Filming the Super Moon – Getting the shot 2nd January 2018
Filming the Super Moon – Getting the shot
We launched our new film over the weekend and have been super pleased with the response. It has had over 30,000 views on Facebook in 3 days which is fantastic. The film opens with a skier silhouetted against a super moon and the shot took a bit of planning so I thought I would talk you through it.
The shot has existed in my mind for almost a year now. I have a little sketchpad that I draw ideas in and then I try to figure out how I can bring them onto the screen and this was one of those.
A supermoon is about 15% bigger than a standard full moon and I knew that was what I needed to get the effect that I was looking for. A quick Google search helped me to establish when my options were and I plumped for Sunday 3rd December. The previous super moons of the year had not been visible wherever I had happened to be, the weather had just not been favourable.
I did some experimental shoots at home to establish the focal lengths of the lens that I would require and to play around with exposure and focus. On the day of the shoot I knew that things would happen quickly and I needed to know exactly what I was doing.
I ordered a new lens for the shoot, plumping for the Sigma 150-600mm telephoto lens and using it on my Sony A7sii. By filming in 1080p and cropping the sensor I was able to effectively increase the crop so that the moon would fill the frame and get the effect that I was after.
I arrived in Tignes in the French Alps for a week of skiing on Saturday the 2nd December. I used that evening and the following day to recce locations and formulate a plan. Moon Rise on that day was at 17:12 and sunset at 16:49 so I knew that I would be able to get the shot at a nicely sociable hour – no waiting until the early hours of the morning to get the moon where I wanted it. I persuaded my friend Dave to catch the last lift up the mountain with me and we skinned to a small summit that I had found earlier that day. I got Dave into position and then went to find my own spot for the camera and tripod.
I used the “TPE” App (The Photographers Emeris) to calculate where the moon was going to rise and therefore where I needed to be stood to frame the shot as per my sketch. The ski patrol seemed a little concerned that we would be descending in the dark but not concerned enough to skin over to us and move us on – I am sure they have had worse!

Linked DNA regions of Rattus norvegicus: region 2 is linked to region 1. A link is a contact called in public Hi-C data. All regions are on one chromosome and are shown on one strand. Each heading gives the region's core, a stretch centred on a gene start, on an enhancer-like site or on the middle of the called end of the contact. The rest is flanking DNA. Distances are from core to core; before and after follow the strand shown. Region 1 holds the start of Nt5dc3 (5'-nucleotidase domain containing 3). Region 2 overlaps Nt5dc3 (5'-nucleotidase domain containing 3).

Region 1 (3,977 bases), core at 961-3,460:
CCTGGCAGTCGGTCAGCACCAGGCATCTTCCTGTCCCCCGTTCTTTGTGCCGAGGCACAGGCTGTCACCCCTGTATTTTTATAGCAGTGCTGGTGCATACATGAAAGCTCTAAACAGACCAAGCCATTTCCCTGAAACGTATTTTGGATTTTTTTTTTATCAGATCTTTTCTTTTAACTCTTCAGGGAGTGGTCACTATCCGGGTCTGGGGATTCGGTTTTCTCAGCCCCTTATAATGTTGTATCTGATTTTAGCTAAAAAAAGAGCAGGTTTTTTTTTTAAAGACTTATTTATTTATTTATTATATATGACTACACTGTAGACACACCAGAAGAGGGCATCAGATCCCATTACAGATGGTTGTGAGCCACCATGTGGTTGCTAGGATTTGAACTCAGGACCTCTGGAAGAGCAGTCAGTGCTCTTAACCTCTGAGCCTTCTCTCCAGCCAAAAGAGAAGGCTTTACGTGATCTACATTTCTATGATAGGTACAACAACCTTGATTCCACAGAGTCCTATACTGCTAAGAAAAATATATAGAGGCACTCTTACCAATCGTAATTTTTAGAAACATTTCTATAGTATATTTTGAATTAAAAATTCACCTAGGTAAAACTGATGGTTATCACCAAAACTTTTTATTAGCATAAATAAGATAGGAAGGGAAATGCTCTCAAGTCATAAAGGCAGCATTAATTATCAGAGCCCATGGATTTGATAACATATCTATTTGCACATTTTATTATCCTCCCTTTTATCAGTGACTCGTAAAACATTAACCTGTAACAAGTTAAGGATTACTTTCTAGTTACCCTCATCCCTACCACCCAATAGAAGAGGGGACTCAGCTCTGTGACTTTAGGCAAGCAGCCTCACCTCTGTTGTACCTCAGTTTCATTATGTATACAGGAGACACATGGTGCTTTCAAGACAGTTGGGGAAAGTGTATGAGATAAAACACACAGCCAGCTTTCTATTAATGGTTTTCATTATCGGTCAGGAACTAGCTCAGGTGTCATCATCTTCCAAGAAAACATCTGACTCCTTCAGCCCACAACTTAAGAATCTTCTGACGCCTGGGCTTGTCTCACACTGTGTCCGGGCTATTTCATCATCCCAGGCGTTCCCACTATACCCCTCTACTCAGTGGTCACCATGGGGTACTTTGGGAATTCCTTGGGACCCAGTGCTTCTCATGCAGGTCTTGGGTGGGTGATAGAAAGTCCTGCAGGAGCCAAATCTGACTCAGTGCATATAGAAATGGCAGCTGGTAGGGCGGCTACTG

We set up under perfectly clear skies and I dared to believe that maybe this was going to work out. As the sunset and the sky turned a beautiful violet a bank of cloud started to form just where the moon was scheduled to make its appearance – aargh! Clearly there was nothing I could do but keep my fingers crossed. Dave had his legs crossed too but we had been there sometime by then.
As the moon poked its head up above the mountain ridge you see in the background above I realised that the app was slightly out and I was stood in the wrong place. A 150m dash through deep snow had me breathing heavily but I was now in the right place and I started rolling. Judging exposure was hard, I wanted to capture the surface detail of the moon but if I did that I lost the foreground shape of the mountain. On top of that as soon as I focused on the skier I lost the detail on the moon. As ever a compromise was found and I was blown away by the speed at which everything was happening. I had about 90 seconds and then the moon was pulling up and away from Dave. I whooped and hollered, Dave whooped and hollered (probably because he could now move!) and we skied down to town – giggling like schoolchildren as we skied under the super moon, no need for head torches. The moonlit descent was ace – neither of us had skied in the dark like that before – plus we had got the shot!